Tuesday, June 17, 2014

Cops, And Rent-A-Cops Gone Wild

news topic icon
Tresa Baldas, Detroit Free Press - June 16, 2014

Thank God this situation didn’t turn out as horribly for Wendy Kozma, as a similar scenario did for Ethan Saylor ... though it was bad enough. From the description of the scene at Walmart, it sounds like it could have been an almost exact repeat.

I’m not sure there are any great new lessons to learn here … just the same simple lessons that apparently aren’t being learned:

- Yes, some people with intellectual disabilities react differently to upsetting, unfamiliar situations than other people, sometimes in ways that can be baffling and even frightening. Understanding that as a general principle, however can drain away most of the fear, leaving room for conscious thought and compassion.

- People in charge of public safety and security … both police and private security … need to keep their brains in gear and not go on automatic force mode, especially when situations are tense and about to spin out of control.

- They also need to listen to the people they are dealing with, and to people with them, for clues on how to resolve situations. They especially need to resist the tendency to dismiss people who they might view as marginal or unreliable … such as children, old people (like Ms. Kozma’s grandmother), and young women (like Ethan Saylor’s aide).

- Companies that hire private security need to provide better training, and probably watch out more carefully for cop-wannabes who think narrowly and enjoy exercising authority just a little too much.

- There must be some way for companies and police agencies to apologize for obvious screwups without guaranteeing massive retaliatory lawsuits. Apologies on the spot would probably prevent a host of problems and trauma.

Best Article On Being An "Ally"

Heather Yaden, Applied Sentience - June 13, 2014

This article should be required reading for anyone who wants to work in the Disability Rights or Independent Living fields. Or, for that matter, in Special Education, Occupational Therapy, Rehabilitation, or Long Term Care.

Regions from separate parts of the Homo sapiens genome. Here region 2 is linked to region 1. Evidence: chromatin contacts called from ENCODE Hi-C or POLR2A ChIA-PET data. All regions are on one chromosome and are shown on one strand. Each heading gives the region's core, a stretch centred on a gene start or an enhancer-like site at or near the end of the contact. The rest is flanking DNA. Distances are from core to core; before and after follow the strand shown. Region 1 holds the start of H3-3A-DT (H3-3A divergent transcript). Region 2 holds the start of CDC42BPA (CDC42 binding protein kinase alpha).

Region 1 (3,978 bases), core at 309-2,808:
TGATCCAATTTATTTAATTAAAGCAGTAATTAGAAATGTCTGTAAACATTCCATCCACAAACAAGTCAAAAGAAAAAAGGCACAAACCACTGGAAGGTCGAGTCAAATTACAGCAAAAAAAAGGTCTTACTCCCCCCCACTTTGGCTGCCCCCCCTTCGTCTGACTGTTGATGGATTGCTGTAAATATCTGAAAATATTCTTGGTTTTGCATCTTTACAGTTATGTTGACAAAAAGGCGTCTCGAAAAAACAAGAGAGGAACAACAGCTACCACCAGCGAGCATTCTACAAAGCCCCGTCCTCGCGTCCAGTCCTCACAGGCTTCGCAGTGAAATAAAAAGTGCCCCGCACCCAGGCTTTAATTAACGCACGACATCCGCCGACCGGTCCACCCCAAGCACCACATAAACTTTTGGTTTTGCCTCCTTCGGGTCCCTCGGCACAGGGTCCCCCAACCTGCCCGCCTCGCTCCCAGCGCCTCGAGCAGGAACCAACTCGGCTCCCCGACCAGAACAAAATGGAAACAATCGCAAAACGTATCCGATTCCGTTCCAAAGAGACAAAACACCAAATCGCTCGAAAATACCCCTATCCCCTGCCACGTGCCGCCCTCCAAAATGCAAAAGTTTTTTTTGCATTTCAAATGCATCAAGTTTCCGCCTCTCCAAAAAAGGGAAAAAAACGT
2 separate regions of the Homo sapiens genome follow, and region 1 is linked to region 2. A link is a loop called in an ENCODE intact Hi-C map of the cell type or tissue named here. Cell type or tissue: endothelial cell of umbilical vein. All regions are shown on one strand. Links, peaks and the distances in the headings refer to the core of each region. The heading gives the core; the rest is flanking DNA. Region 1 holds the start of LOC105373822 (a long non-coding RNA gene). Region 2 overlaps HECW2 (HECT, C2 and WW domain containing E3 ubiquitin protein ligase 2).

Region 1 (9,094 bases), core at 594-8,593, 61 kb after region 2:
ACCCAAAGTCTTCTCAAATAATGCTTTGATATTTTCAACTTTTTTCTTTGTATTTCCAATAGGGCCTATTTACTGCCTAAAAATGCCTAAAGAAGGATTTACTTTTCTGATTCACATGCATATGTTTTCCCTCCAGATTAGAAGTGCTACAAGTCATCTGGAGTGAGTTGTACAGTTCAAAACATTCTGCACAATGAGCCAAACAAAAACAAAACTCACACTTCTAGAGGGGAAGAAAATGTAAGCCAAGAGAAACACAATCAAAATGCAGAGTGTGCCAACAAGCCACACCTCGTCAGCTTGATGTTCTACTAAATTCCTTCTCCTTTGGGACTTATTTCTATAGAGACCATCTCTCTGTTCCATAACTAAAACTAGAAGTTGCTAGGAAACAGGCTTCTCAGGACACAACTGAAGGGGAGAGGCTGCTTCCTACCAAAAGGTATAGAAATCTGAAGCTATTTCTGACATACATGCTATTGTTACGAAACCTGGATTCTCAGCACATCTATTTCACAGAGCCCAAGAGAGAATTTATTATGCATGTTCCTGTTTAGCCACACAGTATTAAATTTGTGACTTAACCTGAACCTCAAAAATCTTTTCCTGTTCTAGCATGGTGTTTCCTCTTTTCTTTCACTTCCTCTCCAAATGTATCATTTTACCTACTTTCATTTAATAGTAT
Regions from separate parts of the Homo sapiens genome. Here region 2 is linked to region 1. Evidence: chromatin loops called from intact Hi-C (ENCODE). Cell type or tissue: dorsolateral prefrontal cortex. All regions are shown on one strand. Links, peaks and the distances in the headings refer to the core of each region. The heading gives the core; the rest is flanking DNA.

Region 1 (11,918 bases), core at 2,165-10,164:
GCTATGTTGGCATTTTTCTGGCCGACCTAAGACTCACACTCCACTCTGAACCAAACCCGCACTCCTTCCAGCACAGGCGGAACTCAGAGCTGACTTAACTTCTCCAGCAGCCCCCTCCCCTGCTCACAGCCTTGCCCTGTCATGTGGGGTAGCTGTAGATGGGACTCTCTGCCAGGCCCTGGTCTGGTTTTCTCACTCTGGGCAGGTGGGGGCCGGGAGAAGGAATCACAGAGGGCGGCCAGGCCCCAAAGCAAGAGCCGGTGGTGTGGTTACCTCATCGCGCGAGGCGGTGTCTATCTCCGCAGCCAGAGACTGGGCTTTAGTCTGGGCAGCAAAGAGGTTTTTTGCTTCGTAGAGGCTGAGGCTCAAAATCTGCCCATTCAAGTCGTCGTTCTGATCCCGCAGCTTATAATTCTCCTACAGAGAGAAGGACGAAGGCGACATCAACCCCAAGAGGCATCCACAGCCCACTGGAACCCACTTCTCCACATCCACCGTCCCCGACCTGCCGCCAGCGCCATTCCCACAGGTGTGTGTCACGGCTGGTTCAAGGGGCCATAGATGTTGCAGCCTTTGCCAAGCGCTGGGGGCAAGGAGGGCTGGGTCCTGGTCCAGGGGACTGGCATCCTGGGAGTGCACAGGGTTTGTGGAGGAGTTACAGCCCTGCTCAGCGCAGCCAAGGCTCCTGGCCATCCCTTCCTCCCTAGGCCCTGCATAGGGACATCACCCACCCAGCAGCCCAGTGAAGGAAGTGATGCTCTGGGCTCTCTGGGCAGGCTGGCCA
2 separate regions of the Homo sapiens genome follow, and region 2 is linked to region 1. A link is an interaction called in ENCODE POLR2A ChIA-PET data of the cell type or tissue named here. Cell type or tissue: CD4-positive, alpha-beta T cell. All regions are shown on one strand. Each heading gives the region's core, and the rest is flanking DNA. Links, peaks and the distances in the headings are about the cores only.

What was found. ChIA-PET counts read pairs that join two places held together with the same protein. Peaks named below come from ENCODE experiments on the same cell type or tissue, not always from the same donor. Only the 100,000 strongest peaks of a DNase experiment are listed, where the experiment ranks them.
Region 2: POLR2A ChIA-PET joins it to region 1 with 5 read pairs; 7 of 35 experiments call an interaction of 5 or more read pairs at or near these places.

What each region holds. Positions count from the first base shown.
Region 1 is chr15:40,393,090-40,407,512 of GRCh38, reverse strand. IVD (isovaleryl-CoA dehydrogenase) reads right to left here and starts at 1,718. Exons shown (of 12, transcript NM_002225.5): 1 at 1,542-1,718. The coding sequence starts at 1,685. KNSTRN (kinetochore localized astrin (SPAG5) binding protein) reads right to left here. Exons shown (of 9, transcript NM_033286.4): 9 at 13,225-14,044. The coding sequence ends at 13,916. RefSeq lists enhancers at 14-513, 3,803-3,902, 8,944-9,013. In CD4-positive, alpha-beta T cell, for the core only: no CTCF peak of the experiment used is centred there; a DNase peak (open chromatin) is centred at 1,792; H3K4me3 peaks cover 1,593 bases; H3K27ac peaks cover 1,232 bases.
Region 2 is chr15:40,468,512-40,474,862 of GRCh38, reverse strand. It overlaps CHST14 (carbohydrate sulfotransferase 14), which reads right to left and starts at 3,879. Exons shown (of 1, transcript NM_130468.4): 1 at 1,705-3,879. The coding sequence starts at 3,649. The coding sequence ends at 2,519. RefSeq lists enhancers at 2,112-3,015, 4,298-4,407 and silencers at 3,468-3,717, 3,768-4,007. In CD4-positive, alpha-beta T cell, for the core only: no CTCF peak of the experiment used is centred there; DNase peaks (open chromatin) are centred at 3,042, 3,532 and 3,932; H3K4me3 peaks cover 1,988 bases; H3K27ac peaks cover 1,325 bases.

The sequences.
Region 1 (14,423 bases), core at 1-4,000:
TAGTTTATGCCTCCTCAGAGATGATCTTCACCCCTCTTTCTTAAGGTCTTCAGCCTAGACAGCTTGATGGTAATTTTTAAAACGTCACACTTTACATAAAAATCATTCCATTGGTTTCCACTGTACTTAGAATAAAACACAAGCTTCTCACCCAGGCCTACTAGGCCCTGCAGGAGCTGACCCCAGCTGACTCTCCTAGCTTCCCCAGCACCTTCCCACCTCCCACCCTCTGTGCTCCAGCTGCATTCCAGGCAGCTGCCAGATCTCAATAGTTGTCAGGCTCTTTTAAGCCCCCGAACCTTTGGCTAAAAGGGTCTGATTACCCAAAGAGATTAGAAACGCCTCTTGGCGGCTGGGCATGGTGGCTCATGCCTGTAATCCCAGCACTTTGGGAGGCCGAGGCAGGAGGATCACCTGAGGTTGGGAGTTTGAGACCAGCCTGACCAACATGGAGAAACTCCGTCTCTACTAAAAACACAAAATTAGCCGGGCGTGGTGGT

It is hard to redirect and appropriately channel the unformed enthusiasm and sense of urgency of people who get all fired up to “help” people with disabilities … without dousing their enthusiasm or shaming them. This article, I think, mostly succeeds. I don’t like the undertone of guilt and shame, but in the end Yaden’s emphasis on humility gets the right message across. If you really want to help a group of oppressed and disadvantaged people, you can’t allow your work to become all about you.

The other thing I would add is that people with disabilities in the disability field are just as prone … if not more … to egotism and falling in love with their own ideas. Just because we are part of the oppressed group we work for, doesn’t mean we aren’t capable of drifting into a messiah complex. In fact, the risk may be even greater for us. Those of us who work in the field ... as activists, organizers, and counselors … can become overly impressed with our own path to empowerment, and push our models and ideas on our fellow disabled people, discounting their experiences just as thoughtlessly as “wanna-be” non-disabled allies.

Plus, you have to constantly check and question yourself. I “get” the ideas in this article, and have for a long time. However, my intellectual understanding hasn’t always prevented me from pushing my own agenda, privileging my own ideas, or griping about the inadequacies of the “consumers” who failed to jump on my brilliant bandwagon.